How can I use ">1" in a s table from siunitx? The table column: S[table-format=2.0]

@MaxR you can put {>1} (including the braces), but this loses the alignment. I'm not sure whether there is anything like this.

4:07 PM
hey, Wisdom of the Crowd
quick question
is there a command-line option to the latex binaries that can set the timestamp used to set the output of \today and related commands?

@yo' I tried that and in my case it doesn't really influence the appearance of the table

say, something arXiv could add to their compilation environment that would fix things like this:

@EmilioPisanty I would guess the date in the header is hardcoded. Especially as default \today uses a different date format IIRC

@yo' the one after Dated: in that image? I checked the source, it uses \today
arxiv.org/abs/1001.0019 if you're curious
but there's examples all over the place once you start looking

@EmilioPisanty ok I see. That could be worth writing to the arXiv webmasters as this is indeed strange. However, it's also possible that the publishing of the paper got delayed; AFAIK the timestamp is only added later to the final PDF.

4:14 PM
@EmilioPisanty I would imagine they have frozen the epoch settings to get reproducible pdfs, not necessarily that helpful here but..., anyway it is better not to use \today in a submission as you want the authoring date not the date it was last run through tex

I'm raising an issue on their GitHub repo, and I'm wondering whether there's some useful compilation-time option that could be used, or whether they need to freeze the epochs as David says
@DavidCarlisle they haven't frozen the epochs.

@EmilioPisanty Oh OK, so it was just an old tex run?

and yeah, it's better not to use \today in a submission, but that's beside the point - a whole lot of arXiv eprints use the syntax and they're starting to get wrong dates
@yo' it's not that the publishing got delayed. arXiv caches the pdfs for several years but at some point they get deleted, and when that happens they only get recompiled when somebody asks for them again
and, when that happens, they get imprinted with the date at which the pdf was requested, which then gets cached
(as I understand things, that is)
hence the November 2018 on that paper

@EmilioPisanty so what could arxiv do (other than never regenerate the pdfs?) if you want \date{\today} to do anything useful?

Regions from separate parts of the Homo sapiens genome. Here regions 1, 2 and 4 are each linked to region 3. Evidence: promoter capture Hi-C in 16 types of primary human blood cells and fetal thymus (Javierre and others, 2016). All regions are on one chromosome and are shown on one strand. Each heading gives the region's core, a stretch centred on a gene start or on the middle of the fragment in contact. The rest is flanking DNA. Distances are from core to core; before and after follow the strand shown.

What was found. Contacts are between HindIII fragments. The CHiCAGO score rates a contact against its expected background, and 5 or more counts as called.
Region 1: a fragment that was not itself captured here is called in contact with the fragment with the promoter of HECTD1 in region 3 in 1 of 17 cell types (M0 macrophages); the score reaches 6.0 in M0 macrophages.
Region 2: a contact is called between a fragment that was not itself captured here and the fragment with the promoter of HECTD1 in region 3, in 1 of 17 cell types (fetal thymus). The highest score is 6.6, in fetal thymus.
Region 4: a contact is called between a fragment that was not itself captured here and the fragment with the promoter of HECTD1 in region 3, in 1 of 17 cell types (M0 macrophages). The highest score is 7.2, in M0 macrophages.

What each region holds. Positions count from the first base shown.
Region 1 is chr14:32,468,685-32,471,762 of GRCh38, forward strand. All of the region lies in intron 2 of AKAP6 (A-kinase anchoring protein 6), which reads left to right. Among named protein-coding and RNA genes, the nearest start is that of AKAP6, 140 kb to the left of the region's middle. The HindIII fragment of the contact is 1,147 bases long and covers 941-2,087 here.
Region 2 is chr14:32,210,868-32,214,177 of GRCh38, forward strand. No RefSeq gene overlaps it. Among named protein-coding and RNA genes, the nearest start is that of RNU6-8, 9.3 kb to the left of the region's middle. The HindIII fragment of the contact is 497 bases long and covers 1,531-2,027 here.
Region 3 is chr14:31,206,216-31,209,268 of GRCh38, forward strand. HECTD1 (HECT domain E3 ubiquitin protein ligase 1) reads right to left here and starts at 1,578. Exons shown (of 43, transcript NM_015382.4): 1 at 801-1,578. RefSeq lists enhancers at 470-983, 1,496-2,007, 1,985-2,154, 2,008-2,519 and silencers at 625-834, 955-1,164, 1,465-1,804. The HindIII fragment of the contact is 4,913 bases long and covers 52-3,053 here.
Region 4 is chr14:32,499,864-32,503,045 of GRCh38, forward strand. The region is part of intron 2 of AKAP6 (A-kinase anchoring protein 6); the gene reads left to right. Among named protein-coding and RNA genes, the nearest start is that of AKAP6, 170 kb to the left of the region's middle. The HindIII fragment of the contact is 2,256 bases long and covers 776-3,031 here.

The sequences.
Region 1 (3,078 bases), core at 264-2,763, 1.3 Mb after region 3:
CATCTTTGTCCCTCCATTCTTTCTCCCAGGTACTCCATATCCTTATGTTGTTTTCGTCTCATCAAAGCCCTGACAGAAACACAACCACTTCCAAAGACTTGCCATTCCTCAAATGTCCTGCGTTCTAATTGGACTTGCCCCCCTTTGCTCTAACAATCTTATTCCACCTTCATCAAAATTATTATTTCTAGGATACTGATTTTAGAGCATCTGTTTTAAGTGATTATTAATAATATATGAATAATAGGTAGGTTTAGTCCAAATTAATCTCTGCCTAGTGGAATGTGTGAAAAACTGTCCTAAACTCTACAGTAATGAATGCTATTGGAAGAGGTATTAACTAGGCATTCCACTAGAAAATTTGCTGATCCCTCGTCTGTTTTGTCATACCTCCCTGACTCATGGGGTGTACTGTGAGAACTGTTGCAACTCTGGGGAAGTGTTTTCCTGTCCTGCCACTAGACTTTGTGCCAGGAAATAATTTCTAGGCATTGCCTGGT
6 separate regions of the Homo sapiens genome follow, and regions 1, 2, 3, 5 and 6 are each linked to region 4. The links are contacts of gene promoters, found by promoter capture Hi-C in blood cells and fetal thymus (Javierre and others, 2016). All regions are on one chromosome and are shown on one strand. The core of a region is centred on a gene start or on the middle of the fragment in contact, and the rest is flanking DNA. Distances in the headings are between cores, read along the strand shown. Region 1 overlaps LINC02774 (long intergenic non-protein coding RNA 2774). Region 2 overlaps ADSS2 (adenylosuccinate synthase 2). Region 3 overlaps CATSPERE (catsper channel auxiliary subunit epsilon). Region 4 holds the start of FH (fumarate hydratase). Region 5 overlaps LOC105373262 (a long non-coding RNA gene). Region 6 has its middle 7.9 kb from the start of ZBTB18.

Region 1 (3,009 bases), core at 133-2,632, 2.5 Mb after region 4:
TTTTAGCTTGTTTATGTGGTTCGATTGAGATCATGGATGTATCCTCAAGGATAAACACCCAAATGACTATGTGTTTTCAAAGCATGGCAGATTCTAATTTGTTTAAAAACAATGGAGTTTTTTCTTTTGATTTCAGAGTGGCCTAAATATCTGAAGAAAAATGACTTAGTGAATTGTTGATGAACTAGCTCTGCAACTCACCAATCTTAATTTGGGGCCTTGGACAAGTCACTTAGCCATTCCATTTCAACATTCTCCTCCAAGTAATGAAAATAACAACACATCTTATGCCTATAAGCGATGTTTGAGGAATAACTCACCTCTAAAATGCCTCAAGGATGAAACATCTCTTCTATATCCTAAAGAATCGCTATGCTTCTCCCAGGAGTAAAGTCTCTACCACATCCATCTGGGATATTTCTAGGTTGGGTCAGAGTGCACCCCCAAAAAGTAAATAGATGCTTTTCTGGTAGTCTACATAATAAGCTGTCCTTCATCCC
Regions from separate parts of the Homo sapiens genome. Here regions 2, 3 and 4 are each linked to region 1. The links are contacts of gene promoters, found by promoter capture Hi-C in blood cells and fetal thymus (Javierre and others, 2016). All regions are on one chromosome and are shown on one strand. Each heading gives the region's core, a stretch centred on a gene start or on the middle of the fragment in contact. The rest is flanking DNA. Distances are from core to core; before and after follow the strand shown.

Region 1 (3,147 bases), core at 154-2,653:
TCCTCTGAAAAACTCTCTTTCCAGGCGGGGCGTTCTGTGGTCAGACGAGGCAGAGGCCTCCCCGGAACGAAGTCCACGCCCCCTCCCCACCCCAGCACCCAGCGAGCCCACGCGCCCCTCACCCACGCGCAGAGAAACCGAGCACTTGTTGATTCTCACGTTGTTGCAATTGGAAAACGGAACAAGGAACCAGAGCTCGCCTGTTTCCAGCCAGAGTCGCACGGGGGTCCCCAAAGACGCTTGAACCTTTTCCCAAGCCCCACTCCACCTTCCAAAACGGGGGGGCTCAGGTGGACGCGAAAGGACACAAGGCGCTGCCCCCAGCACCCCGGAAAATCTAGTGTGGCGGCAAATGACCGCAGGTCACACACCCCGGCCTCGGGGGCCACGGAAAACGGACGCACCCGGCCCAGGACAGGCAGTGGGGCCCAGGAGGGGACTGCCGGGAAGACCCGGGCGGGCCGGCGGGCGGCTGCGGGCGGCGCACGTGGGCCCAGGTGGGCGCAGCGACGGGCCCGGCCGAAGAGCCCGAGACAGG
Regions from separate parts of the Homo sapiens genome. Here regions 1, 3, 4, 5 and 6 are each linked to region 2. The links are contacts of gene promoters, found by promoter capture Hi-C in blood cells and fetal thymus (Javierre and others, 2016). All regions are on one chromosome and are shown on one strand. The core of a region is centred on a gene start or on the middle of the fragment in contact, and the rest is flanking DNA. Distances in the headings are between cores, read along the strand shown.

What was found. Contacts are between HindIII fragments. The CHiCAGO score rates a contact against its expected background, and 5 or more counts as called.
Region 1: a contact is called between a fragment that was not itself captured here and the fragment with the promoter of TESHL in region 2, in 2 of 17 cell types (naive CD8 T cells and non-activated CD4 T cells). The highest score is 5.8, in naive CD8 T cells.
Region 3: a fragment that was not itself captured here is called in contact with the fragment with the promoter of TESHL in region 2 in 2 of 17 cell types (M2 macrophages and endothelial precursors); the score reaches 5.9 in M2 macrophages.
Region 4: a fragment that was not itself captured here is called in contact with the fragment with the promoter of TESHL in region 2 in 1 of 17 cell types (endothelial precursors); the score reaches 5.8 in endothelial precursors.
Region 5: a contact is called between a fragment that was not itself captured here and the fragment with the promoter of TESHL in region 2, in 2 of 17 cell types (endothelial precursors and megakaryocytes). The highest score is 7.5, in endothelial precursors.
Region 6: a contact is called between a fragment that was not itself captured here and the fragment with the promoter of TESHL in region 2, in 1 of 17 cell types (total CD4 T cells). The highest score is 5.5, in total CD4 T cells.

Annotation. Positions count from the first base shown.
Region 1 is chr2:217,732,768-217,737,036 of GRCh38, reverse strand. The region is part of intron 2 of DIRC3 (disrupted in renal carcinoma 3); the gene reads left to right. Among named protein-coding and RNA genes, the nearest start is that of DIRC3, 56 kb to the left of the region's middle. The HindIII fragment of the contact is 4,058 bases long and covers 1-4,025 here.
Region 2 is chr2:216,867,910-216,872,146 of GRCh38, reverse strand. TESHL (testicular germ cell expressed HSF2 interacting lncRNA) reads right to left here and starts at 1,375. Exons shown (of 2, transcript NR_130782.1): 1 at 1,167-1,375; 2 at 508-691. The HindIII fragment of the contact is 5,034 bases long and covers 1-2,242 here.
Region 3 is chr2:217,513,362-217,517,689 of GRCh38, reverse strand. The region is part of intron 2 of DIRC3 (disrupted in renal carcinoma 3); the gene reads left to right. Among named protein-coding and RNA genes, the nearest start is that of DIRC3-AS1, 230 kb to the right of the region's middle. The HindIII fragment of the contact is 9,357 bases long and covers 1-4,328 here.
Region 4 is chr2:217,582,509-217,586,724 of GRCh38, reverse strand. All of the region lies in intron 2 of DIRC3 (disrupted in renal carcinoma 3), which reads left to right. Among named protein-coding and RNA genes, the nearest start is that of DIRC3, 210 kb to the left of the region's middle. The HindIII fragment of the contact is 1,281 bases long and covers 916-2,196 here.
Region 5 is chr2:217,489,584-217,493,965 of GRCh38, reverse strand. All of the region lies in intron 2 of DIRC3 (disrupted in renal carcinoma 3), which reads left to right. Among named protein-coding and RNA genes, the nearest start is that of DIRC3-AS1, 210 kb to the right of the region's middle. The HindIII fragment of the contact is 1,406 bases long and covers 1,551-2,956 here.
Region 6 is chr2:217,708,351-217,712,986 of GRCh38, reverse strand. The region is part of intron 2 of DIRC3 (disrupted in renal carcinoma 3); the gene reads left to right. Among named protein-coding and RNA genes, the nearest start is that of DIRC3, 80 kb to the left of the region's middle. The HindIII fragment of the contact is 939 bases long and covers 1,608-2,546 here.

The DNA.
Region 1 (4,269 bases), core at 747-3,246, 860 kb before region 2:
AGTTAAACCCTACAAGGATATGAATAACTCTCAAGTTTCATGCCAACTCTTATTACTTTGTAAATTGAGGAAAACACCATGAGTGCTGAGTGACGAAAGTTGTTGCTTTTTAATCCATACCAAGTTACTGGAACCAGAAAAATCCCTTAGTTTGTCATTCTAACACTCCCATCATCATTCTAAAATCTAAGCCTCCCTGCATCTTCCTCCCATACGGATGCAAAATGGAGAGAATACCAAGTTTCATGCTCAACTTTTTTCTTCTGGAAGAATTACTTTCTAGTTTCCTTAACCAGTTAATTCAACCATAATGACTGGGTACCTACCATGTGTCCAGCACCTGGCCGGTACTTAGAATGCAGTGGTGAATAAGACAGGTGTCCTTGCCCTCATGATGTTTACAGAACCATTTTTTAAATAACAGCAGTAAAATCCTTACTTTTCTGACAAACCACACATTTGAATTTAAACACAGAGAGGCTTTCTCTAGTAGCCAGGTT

Does any of you on linux have issues running for foo in *.pdf ; do  pdfinfo $foo ; done in a folder with suitable pdf files? BMy box says pdfinfo does not exist, but clearly do when I run it on a single pdf file. 4:19 PM @DavidCarlisle what you said - freeze the epochs i.e. supply a "fake" system time to the latex binaries or, alternatively, use some suitable compile-time option that will influence the time that latex things it is @EmilioPisanty that's a relatively new feature, but I think they have a new enough tex, but not everyone will be happy if they submit a paper with \today and it comes out with some arbitrary date like 1st Jan 1970 @DavidCarlisle I'm suggesting that the compilation runtime should happen in a sandbox wherein the system time is set equal to the timestamp at which the paper was submitted @EmilioPisanty yes I have no idea if their back end set up could easily do that, have per-document run time settings, but perhaps it can. @DavidCarlisle I'm currently writing it up as an issue on their GitHub repo I'd like it to be as useful as possible hence my question is there a simple solution that only involves options fed to the latex binary at compilation time? @DavidCarlisle add \def\today{24th May 2019} in INITEX phase and recompile the format daily? I agree, too much overhead. They should simply add "do not use \today" in these guidelines: arxiv.org/help/submit_tex 4:23 PM @EmilioPisanty you don't need a sandbox and change the system clock simply set an environment variable @EmilioPisanty well, if you consider pdflatex -jobname myfile "\def\today{24th May 2019}\input myfile.tex a "simple solution", then yes :-) @EmilioPisanty SOURCE_DATE_EPOCH=1234 SOURCE_DATE_EPOCH_TEX_PRIMITIVES=1 pdflatex myfile @yo' I think you're vastly over-estimating the effectiveness of that solution (and it would not solve the problem with 20+ years of accumulated files that do use it) @DavidCarlisle sure. I don't know what the environment looks like on their side so I won't speculate. I just want to know whether the solution needs to be on the side of the environment variables, or whether there is a tex-specific solution @yo' that's unlikely to help with prints where the class itself calls from the system time. say, arxiv.org/pdf/1001.0017.pdf, which has no \today in the user tex @EmilioPisanty doesn't matter, \def\today{blablabla} goes before \documentclass or \LoadClass. Or do I miss something? @EmilioPisanty well th eenvironment vars do more than tex (they affect the internal id in teh generated pdf or dvi and so produce reproducible output, but you could as @yo' showed redefine \today oor teh \year, \month \day primitives on teh command line @EmilioPisanty you can redefine \year \month and \day which catches a few more things, but same basic idea 4:29 PM @DavidCarlisle oh right, you need to do these three as well. \day32 \month5 \year2019 \documentclass{article} \title{TiTlE} \author{Me} \begin{document} \maketitle \end{document} @EmilioPisanty ^^ @DavidCarlisle hmmmm. I don't know whether this will be enough. Ideally the solution should work for all the existing corpus on arXiv, and that's an enormously heterogeneous class @yo' you don't need to redefine \today if you have changed the promitives @DavidCarlisle right @EmilioPisanty the only access tex has to time are those three registers so if you have the data that says what dates you want for each document you can set them 4:31 PM @DavidCarlisle ah. that's very interesting. @DavidCarlisle can I tempt you into suggesting that as a possible solution on the GitHub issue? @EmilioPisanty this discounts luatex (which can get time from lua) and documents using --shell-escape to access the system (which can do anything) but I'm assuming they don't allow that. I suspect it'll get the arXiv team to give it a bit more attention ;-) @DavidCarlisle --shell-escape is almost certainly forbidden there's no way to do --shell-escape at all I'm not sure about lua @EmilioPisanty possibly simplest would be if they automatically modified incoming tex to look like @yo' example (using teh submission date as values) \day32 \month5 \year2019 @EmilioPisanty then that document would always give the same date @DavidCarlisle could be difficult with inputted TeX files. It really depends on at which phase they recognize which TeX file is the main one to proceed. And as their workflow is pretty unique, it's hard to tell which way is even compatible with it. @DavidCarlisle @yo' thanks for your input =). 4:57 PM @JosephWright yes, but downvoting a question past -1 when there already are two answers? @Skillmon The fact that there are answers doesn't imply the question is not to be downvoted, otherwise nobody can win the "reversal" badge :) 5:21 PM @DavidCarlisle @AlanMunn @0xC0000022L I found out: "beschreiben", engl. "describe" comes from the math. technical-language of the 16th Century, that means from Middle High German, and means "construct" as much. And that from the original meaning: describe "making a curved movement". In the literary style of the 19th to the 20th century and in the GDR, this language is used. You can have that in englisch too: scribe(verb) score a line on with a pointed instrument, as in metalworking https://www.definitions.net/definition/scribe @cis Yes, as @DavidCarlisle pointed out, there is a very technical mathematical use of 'describe' which is what the German version means too, but we both agreed that people would not know this use, so using 'draw' would be the most appropriate term. This is not about trendiness, just about making language understandable to your audience. As I said in my original comment it has that technical meaning, but as most readers, even native English speakers will not recognise that usage, I can't understand why you keep coming back to this. 1 hour later… 6:51 PM @DavidCarlisle Ich bin ein Erpel 7:07 PM @AlanMunn @DavidCarlisle He,he... Plan figure. The barrel circle over the median$s_b = |M_b B|$, which holds the angle$\alpha$, also contains an isosceles triangle$M_b P B$with the base$|M_b B|$and the angle$\alpha$at the point$P$. The altitude of the base of the isosceles triangle bisects both$|M_b B|$at$ M_ {s_b}$and the angle$\alpha$at the top. \par The centroid$S$divides the medians in the ratio$2:1$, with the longer part lying on the side of the corner. The point$A$lies on the barrel circle and on a circle$\bigodot(S,\frac23 s_a)$described by$S\$ of radius